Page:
- Once the burn has finished, the disk will be ejected. Close the ISO Recorder program and slip the disk back in again. A new dialog box will pop-up, offering several options, but the one you want is Install Inside Windows (if you're running Windows Vista, you'll have to select to Run Umenu.exe first).
- Another dialog box will pop-up, this time with the Ubuntu installation choices (see screenshot below). The first lets you select which partition or hard disk you want to install Ubuntu to. Assuming you only have one hard disk, this can be left as it is. The installation Size dropdown lets you set the size of the Ubuntu partition in GB (in other words, the size of the files that will created to contain your Ubuntu installation). You'll need at least 4GB for a comfortable installation. You can leave the Desktop Environment dropdown as it is (it only has one option anyway), and assuming English is your main language, leave the Language dropdown as it is. In the Username box, type the username you'd like to use when logging into Ubuntu, and in the Password box, type the password you'd like to use. Once done, click the Install button.
- Now you can sit back while Ubuntu installs. There are two phases to this. First the new files are created for the Ubuntu installation in the Windows file system, and some files are copied across. Following this, the computer reboots into Ubuntu, and the installation is completed. Leave the CD in the drive throughout. When the computer restarts after the installation reboot, you'll have to choose Ubuntu from the boot menu (use the up/down cursor keys and hit Enter when you've made your choice). You'll have to do this each time you want to start Ubuntu in future, in fact. Later on I'll tell you how to make Ubuntu your default boot choice.
- Once Ubuntu is installed, you'll be prompted to login with your new username and password. And that's about it. Everything configures itself. If you have a printer it will be detected and installed, for example (no need for driver disks here!). The only thing you may have to do is setup your network connection --- click the NetworkManager icon at the top right (it looks like two monitors inset against each other) and then select the wifi network from the list. When you click on it you'll be prompted to enter the wifi password. You might also need to set the screen resolution, if it isn't already correct, by clicking the System menu, then the Preferences menu, and then the Screen Resolution option. Following this Ubuntu is ready to roll, and the world is your oyster. You'll find your Windows files are accessible by browsing to the host folder in the root of the file system. I advise you to get a good book to help you get to grips with Ubuntu. You can try the award-winning Beginning Ubuntu Linux, Third Edition, published by Apress. You might want to partner this to Ubuntu Kung Fu, published by The Pragmatic Bookshelf, which contains over 300 tips, tricks, hints, and hacks for Ubuntu, all of which will turn you into an expert user in record time. Both are written by the shame-faced but award-winning author of what you're reading now.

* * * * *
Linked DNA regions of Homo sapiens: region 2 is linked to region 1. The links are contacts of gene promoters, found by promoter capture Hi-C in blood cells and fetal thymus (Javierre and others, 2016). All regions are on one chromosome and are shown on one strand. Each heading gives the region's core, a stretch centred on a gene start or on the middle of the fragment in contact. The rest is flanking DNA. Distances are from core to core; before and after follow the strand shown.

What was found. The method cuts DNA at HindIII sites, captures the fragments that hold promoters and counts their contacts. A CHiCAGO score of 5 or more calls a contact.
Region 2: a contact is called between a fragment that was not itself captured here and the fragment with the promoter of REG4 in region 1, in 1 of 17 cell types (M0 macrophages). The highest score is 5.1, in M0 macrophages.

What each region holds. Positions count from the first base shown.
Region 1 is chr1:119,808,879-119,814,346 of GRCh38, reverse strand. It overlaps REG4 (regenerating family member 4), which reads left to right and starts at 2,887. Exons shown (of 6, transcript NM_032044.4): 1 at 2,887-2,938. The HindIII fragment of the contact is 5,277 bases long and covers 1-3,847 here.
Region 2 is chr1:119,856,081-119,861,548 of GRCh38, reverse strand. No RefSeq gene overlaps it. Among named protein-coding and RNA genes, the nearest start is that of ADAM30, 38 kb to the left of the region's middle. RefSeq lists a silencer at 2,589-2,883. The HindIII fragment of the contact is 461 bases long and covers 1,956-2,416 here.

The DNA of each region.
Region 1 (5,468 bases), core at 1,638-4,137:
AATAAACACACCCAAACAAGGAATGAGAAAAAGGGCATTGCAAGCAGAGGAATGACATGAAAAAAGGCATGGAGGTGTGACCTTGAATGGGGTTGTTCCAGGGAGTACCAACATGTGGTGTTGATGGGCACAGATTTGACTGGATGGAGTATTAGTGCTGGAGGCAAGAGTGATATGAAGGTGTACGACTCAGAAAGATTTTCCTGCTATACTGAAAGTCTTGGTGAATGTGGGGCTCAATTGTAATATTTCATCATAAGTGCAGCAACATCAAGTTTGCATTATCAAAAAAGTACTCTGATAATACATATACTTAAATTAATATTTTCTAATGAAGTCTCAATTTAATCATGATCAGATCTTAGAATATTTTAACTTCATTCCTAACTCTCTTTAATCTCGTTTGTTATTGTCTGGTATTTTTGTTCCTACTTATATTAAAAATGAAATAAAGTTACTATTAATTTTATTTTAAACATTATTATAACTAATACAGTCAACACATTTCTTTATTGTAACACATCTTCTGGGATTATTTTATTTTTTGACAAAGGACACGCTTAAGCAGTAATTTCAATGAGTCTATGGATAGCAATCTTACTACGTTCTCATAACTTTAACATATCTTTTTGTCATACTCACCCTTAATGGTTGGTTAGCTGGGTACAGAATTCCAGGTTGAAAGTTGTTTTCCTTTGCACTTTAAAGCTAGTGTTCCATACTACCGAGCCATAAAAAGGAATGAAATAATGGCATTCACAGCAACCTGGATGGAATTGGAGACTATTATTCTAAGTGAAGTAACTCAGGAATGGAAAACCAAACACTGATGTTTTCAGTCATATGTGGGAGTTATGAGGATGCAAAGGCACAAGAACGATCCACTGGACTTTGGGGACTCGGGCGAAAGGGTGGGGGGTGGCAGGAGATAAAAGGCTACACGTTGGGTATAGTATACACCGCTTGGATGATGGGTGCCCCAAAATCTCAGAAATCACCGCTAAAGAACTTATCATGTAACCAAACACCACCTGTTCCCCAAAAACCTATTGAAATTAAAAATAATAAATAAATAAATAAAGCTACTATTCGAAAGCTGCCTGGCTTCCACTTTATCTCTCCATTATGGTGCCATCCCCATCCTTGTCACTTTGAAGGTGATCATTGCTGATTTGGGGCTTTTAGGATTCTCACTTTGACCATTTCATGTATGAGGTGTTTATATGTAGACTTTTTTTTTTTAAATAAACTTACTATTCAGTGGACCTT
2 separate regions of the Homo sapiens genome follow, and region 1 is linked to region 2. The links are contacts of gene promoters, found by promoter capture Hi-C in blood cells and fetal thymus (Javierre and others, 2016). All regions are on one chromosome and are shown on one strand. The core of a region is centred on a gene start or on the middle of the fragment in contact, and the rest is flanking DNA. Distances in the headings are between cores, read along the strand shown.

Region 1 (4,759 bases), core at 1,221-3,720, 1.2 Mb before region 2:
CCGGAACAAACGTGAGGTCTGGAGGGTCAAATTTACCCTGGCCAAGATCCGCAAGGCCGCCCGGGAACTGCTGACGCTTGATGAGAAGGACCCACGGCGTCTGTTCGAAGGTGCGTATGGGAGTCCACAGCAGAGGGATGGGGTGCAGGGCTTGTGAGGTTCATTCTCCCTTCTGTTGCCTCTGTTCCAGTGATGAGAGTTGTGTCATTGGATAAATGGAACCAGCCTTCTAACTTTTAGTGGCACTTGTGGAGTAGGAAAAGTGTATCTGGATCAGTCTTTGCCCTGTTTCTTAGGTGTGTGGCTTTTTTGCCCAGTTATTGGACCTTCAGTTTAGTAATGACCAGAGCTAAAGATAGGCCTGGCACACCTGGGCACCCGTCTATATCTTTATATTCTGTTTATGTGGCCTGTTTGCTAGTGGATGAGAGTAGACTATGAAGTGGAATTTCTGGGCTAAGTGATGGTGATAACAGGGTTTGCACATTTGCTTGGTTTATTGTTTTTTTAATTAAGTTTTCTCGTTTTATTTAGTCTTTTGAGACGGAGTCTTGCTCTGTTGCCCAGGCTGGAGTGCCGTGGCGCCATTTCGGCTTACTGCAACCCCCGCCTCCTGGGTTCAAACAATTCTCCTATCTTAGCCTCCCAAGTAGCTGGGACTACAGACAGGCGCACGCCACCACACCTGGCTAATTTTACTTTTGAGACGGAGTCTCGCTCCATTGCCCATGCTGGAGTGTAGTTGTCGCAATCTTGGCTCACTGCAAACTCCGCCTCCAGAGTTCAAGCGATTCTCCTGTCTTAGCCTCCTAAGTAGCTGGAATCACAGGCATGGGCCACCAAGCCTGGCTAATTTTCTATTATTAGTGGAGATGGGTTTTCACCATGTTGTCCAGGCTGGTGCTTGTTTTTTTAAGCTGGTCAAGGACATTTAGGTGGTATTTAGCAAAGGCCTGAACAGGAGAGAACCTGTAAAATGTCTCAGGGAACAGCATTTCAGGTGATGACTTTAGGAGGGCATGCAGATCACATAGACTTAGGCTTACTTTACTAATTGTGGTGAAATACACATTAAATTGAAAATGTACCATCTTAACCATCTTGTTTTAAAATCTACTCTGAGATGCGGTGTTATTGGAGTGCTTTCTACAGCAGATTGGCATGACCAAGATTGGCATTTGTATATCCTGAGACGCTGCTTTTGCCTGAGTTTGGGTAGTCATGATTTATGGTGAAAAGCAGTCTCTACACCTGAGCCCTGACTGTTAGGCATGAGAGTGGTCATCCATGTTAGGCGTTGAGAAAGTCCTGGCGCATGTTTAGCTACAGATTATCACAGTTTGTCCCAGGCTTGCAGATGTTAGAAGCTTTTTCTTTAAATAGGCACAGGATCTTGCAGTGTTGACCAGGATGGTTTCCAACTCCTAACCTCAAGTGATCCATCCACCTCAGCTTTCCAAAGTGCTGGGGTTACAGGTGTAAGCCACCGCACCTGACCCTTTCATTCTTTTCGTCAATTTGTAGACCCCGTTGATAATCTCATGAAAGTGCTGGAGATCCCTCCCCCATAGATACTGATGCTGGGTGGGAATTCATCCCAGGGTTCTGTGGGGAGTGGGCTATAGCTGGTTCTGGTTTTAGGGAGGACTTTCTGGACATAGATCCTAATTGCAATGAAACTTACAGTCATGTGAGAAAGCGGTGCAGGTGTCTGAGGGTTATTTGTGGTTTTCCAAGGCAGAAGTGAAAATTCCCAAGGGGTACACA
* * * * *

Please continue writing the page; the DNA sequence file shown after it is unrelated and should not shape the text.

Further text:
- One last thing. I mentioned earlier that you can make Ubuntu the default choice on the Windows boot menu. To do this in Vista, right-click Computer, then click the Advanced System Settings option. Under XP, right-click the My Computer icon and click Properties. Then, under either operating system, in the dlalog that appears click the Advanced tab, and then the Settings button under the Startup and Recovery heading. Then select "Ubuntu" from the Default Operating System dropdown list. You might also want to reduce the figure in the Time to Display List of Operating Systems, so you're not wasting 15 seconds each time the computer boots unattended. A value of two seconds gives you just enough time to hit a key to stop the countdown and then make an alternative selection.
- If you want to remove Ubuntu (Shock! Horror!), browse to C:ubuntu and double-click Uninstall-Ubuntu.exe. Resist the temptation to just delete the C:ubuntu folder. This will leave the boot menu entry in place, and that will start to get on your nerves after a while. If, on the other hand, you wish to convert your Wubi installation into a fully-blown hard disk partition installation, you can follow the instructions at http://lubi.sourceforge.net/lvpm.html.
Keir Thomas is the award-winning author of the newly published books Ubuntu Kung Fu, and Beginning Ubuntu Linux, Third Edition. A previous edition of the latter won a Linux Journal award a year or two ago. He's been writing about computers and operating systems for over a decade.